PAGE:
There is an extraordinary wealth of architectural monuments in our country – castles, chateaux, ecclesiastic and technical monuments and many other works. These relics of our culture bind us firmly to the history of Europe. They show us how our predecessors came to terms with the problems of their age, what their ideals and priorities were, and what they contributed to the treasure house of human knowledge. The same can be said of contemporary architecture in today’s globalised society, victim to the latest fashion trends, only with considerable difficulty.
The Department of Monument Care aims to contribute to the training of architects with a wide-ranging education on the dividing line between art and technology. Architects capable of seeing history as a source of enlightenment and creative inspiration, as to ignore history is a mark of immaturity. Architects capable of perceiving the unity of shape, space and material, as to fail to respect the laws of physics is naive. Architects capable of respecting the work of their forerunners, as overlooking creative genius is impertinent. And, not least, architects capable of creative work using means of expression and technical means corresponding to the 21st century.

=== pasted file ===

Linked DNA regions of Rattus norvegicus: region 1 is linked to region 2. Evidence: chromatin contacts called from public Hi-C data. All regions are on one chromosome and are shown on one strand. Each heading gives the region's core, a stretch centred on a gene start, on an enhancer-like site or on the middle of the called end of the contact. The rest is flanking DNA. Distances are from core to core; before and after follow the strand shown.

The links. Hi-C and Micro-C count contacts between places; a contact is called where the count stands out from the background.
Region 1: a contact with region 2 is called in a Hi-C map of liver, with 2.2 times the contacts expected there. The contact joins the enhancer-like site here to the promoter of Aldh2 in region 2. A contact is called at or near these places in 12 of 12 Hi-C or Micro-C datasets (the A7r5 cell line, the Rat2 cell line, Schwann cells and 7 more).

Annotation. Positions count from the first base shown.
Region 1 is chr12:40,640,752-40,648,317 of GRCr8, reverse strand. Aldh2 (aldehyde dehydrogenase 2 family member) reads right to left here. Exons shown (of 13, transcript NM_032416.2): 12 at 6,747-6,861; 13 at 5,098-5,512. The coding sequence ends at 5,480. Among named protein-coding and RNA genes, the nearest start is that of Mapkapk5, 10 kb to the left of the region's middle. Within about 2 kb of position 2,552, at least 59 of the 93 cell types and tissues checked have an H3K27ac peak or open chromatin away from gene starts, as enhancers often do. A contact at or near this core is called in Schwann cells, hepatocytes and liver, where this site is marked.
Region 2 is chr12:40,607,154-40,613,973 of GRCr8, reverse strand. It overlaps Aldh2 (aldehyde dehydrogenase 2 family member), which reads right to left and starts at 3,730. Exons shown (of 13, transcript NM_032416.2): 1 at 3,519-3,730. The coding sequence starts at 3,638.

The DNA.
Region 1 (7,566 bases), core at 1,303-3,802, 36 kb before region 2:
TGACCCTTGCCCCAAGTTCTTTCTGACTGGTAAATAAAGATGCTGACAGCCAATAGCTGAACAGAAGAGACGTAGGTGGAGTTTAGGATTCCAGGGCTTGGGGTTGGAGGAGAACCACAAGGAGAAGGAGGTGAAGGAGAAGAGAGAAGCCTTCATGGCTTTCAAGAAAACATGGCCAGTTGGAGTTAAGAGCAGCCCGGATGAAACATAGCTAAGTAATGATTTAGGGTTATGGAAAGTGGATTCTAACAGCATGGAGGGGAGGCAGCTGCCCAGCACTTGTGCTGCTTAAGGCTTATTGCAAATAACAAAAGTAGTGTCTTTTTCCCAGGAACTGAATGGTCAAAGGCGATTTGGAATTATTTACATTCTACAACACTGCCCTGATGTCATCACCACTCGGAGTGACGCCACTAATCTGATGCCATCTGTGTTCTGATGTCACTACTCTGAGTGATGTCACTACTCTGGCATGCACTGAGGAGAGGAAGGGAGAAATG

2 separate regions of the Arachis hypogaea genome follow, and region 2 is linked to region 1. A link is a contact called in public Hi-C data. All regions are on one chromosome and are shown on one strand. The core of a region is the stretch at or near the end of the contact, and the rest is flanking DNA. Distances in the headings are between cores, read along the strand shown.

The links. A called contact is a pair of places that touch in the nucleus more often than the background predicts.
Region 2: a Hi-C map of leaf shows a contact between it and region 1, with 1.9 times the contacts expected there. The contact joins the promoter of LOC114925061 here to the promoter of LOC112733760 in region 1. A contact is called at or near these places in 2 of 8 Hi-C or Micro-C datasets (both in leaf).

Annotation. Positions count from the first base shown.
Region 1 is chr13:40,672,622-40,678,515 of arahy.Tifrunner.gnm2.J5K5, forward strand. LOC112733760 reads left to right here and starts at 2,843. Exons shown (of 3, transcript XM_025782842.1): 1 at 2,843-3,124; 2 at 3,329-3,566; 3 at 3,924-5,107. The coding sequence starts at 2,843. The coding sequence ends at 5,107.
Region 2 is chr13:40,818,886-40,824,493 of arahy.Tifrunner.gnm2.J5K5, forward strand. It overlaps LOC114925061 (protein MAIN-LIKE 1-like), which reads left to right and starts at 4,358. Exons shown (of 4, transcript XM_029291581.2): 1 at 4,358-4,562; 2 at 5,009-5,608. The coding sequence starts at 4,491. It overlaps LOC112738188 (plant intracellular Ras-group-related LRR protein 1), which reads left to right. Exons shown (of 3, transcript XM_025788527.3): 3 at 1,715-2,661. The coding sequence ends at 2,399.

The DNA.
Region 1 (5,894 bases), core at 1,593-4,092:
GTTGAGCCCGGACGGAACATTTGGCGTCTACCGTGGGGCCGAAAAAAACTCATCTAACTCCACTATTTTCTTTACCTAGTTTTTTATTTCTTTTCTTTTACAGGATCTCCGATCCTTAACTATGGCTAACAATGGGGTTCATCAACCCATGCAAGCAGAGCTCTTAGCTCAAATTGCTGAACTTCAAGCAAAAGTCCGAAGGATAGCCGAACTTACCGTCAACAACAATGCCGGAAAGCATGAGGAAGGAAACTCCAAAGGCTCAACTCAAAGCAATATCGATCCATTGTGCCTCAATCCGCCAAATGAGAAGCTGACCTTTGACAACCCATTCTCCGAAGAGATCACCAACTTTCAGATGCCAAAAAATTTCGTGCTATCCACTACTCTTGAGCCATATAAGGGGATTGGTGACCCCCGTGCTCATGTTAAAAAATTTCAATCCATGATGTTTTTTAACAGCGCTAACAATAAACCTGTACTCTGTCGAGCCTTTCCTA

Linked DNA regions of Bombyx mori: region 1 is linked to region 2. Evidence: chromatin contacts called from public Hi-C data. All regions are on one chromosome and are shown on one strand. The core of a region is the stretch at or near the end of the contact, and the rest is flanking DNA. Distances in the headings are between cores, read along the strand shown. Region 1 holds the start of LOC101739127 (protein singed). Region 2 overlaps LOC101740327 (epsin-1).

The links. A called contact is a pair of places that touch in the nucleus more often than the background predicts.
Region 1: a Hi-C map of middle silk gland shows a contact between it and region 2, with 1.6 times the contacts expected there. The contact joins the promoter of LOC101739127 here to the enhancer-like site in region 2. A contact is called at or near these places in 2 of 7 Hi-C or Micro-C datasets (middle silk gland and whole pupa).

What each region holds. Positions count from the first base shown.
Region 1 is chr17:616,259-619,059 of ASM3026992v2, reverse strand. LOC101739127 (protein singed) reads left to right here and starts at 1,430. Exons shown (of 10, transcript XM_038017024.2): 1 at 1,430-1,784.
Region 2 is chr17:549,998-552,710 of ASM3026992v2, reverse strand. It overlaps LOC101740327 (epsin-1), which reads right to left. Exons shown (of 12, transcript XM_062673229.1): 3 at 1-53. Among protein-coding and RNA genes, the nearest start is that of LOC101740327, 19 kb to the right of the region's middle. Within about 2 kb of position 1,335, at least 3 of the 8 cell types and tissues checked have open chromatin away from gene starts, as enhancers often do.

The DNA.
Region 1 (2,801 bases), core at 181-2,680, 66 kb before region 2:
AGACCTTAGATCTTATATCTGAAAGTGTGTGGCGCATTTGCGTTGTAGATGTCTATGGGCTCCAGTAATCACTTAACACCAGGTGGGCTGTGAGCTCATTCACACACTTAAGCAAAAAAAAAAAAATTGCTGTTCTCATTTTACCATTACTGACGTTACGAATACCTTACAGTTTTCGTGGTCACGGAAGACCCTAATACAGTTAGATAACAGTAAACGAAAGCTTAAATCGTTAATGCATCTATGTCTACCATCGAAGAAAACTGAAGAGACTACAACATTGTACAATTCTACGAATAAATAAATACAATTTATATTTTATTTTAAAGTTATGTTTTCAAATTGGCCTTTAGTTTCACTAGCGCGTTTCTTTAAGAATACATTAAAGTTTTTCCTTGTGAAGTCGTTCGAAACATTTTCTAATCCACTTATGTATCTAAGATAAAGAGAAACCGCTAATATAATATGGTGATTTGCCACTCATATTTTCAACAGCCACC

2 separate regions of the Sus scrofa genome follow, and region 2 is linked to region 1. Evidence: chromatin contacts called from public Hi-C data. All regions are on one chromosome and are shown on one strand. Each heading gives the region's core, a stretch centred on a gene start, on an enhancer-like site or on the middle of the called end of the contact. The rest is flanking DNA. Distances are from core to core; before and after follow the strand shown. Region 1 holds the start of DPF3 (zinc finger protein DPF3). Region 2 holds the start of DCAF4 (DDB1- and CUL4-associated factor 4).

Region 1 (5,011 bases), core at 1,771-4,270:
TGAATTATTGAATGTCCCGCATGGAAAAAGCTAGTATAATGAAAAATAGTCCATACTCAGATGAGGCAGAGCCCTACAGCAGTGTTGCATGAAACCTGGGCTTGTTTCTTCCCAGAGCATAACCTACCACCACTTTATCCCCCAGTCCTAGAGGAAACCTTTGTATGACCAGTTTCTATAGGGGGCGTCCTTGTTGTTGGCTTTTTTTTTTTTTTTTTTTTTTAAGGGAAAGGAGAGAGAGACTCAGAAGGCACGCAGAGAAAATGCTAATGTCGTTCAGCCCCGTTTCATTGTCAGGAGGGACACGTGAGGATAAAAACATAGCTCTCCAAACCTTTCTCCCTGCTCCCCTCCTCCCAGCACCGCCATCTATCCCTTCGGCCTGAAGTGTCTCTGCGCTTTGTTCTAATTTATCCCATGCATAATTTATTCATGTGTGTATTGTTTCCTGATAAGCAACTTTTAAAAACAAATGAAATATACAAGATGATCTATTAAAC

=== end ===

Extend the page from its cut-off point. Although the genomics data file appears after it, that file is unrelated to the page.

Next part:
The department’s range of teaching subjects is structured in such a way that allows bachelor students to become acquainted in general with multi-layered and broad-based monument care. Master’s degree students then have the chance of acquiring a deeper recognition of the issues in a two-year teaching module focusing closely on monument care.